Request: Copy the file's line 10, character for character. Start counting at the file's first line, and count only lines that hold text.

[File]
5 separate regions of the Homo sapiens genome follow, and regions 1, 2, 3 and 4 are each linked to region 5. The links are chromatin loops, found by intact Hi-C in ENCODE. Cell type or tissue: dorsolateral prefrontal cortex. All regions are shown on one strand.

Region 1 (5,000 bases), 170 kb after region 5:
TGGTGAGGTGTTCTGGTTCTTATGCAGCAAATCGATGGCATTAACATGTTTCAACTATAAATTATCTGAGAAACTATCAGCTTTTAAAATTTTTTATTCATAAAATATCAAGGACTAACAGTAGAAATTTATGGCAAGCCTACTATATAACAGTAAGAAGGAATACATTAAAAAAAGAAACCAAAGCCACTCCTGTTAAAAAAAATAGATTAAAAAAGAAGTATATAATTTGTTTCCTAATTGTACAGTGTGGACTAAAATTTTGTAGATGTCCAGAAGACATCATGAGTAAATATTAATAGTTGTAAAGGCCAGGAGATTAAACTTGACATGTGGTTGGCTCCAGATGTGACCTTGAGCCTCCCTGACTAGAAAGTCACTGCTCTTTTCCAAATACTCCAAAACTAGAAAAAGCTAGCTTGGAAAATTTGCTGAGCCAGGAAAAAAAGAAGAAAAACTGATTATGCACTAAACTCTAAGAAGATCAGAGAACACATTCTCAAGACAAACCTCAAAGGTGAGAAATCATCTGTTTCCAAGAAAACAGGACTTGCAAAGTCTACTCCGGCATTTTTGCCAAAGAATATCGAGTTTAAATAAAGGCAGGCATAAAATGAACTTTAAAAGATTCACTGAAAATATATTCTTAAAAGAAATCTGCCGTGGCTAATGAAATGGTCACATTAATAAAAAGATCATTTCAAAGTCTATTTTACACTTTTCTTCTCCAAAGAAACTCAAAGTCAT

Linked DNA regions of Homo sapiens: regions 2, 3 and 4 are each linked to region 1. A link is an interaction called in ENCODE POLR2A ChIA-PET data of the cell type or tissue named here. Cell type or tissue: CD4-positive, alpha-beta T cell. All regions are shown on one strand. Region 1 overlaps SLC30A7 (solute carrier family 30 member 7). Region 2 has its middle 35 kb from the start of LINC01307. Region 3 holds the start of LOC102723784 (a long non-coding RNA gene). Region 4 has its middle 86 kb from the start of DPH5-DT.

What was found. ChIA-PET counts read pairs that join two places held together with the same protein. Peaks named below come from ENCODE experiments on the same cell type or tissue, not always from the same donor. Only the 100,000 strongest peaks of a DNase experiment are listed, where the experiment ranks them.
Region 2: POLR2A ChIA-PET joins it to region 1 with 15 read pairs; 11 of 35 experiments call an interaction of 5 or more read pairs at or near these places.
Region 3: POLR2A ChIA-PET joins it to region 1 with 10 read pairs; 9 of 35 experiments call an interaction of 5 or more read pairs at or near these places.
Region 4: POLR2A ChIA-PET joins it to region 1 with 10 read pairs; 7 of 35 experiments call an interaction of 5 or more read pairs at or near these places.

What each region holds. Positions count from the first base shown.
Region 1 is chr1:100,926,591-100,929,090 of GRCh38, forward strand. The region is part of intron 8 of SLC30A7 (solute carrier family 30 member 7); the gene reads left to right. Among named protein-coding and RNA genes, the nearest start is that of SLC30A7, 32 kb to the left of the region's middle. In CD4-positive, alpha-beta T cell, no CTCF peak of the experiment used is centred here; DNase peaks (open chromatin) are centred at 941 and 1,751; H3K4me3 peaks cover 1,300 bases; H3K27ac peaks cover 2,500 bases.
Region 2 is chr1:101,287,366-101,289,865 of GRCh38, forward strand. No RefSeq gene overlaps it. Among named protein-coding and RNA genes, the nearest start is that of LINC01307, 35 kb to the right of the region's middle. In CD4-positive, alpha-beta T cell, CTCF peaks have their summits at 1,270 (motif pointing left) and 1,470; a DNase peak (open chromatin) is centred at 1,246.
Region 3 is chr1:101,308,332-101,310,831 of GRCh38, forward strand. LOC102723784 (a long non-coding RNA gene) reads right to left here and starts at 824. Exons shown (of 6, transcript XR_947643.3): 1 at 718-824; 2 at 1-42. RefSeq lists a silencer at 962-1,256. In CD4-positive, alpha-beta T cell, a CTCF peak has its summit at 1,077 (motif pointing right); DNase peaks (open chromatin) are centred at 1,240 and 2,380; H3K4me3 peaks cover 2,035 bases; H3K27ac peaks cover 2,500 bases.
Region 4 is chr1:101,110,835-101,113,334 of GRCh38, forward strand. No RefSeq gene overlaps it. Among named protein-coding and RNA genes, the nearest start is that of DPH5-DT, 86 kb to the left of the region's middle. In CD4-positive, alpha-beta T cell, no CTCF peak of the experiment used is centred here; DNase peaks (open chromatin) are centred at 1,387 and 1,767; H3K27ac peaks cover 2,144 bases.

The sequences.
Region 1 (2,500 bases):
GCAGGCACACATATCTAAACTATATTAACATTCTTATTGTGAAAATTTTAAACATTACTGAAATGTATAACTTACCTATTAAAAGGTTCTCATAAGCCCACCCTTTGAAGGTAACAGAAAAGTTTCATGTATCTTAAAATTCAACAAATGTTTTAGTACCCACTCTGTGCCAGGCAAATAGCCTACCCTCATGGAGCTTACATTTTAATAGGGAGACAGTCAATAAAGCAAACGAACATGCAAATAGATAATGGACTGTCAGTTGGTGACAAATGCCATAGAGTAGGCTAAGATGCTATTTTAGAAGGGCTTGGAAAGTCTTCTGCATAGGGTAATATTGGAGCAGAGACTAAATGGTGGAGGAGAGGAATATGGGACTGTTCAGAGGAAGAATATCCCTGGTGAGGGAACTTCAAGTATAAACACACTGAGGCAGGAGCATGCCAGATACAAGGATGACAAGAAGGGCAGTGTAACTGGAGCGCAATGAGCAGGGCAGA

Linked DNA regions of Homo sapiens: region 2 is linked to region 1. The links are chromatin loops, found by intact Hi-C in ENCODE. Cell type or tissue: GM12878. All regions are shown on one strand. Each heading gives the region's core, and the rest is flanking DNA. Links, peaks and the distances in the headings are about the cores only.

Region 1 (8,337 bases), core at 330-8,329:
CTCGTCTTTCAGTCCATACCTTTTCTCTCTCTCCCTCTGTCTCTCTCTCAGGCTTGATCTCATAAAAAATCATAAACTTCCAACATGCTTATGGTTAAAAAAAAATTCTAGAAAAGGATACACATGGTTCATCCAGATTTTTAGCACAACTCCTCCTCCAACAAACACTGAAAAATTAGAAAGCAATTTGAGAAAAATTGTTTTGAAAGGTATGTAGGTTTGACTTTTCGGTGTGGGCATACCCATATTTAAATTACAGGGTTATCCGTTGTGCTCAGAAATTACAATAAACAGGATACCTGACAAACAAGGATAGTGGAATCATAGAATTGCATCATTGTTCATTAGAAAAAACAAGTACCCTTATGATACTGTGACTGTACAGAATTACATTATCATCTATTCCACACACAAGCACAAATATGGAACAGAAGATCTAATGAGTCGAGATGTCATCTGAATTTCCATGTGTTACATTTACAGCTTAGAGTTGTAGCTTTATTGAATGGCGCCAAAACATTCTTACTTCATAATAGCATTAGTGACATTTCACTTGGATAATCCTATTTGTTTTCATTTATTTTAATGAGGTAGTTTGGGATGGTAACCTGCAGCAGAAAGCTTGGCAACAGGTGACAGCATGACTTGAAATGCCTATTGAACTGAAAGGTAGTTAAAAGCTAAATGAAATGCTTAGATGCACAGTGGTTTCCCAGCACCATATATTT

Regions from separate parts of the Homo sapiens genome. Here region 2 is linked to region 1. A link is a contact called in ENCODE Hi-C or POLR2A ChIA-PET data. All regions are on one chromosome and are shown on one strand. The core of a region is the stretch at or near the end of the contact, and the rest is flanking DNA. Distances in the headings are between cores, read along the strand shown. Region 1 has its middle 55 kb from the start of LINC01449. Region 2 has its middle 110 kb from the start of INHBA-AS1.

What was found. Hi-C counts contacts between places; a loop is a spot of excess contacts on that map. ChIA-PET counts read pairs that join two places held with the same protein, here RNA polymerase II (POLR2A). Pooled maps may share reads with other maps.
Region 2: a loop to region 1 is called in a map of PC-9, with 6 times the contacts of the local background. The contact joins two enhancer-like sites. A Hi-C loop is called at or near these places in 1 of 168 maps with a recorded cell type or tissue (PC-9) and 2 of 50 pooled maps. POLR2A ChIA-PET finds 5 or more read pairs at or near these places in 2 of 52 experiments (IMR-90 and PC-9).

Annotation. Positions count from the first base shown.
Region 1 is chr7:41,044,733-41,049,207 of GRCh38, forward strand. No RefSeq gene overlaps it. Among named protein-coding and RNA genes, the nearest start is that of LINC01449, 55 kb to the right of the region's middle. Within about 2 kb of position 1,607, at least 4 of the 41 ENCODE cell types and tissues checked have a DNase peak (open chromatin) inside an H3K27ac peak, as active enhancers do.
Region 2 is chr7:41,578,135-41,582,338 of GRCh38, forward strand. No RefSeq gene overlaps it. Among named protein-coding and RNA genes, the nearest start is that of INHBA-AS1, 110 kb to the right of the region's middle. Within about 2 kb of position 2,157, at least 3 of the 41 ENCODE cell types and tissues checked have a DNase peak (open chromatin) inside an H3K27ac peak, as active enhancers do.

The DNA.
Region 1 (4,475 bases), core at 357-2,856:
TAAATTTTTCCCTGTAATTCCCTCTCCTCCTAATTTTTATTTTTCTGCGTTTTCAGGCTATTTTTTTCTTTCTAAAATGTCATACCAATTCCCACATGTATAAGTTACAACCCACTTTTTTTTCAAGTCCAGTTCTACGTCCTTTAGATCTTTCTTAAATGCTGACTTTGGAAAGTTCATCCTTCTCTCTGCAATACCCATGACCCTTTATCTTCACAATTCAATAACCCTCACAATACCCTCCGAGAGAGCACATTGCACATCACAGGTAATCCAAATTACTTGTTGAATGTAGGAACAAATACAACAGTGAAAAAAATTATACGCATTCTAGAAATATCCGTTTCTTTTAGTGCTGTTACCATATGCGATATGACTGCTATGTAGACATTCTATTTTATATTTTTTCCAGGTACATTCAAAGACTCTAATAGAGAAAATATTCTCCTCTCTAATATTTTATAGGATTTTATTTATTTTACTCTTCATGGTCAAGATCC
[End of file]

Region 1 is chr1:100,926,591-100,929,090 of GRCh38, forward strand. The region is part of intron 8 of SLC30A7 (solute carrier family 30 member 7); the gene reads left to right. Among named protein-coding and RNA genes, the nearest start is that of SLC30A7, 32 kb to the left of the region's middle. In CD4-positive, alpha-beta T cell, no CTCF peak of the experiment used is centred here; DNase peaks (open chromatin) are centred at 941 and 1,751; H3K4me3 peaks cover 1,300 bases; H3K27ac peaks cover 2,500 bases.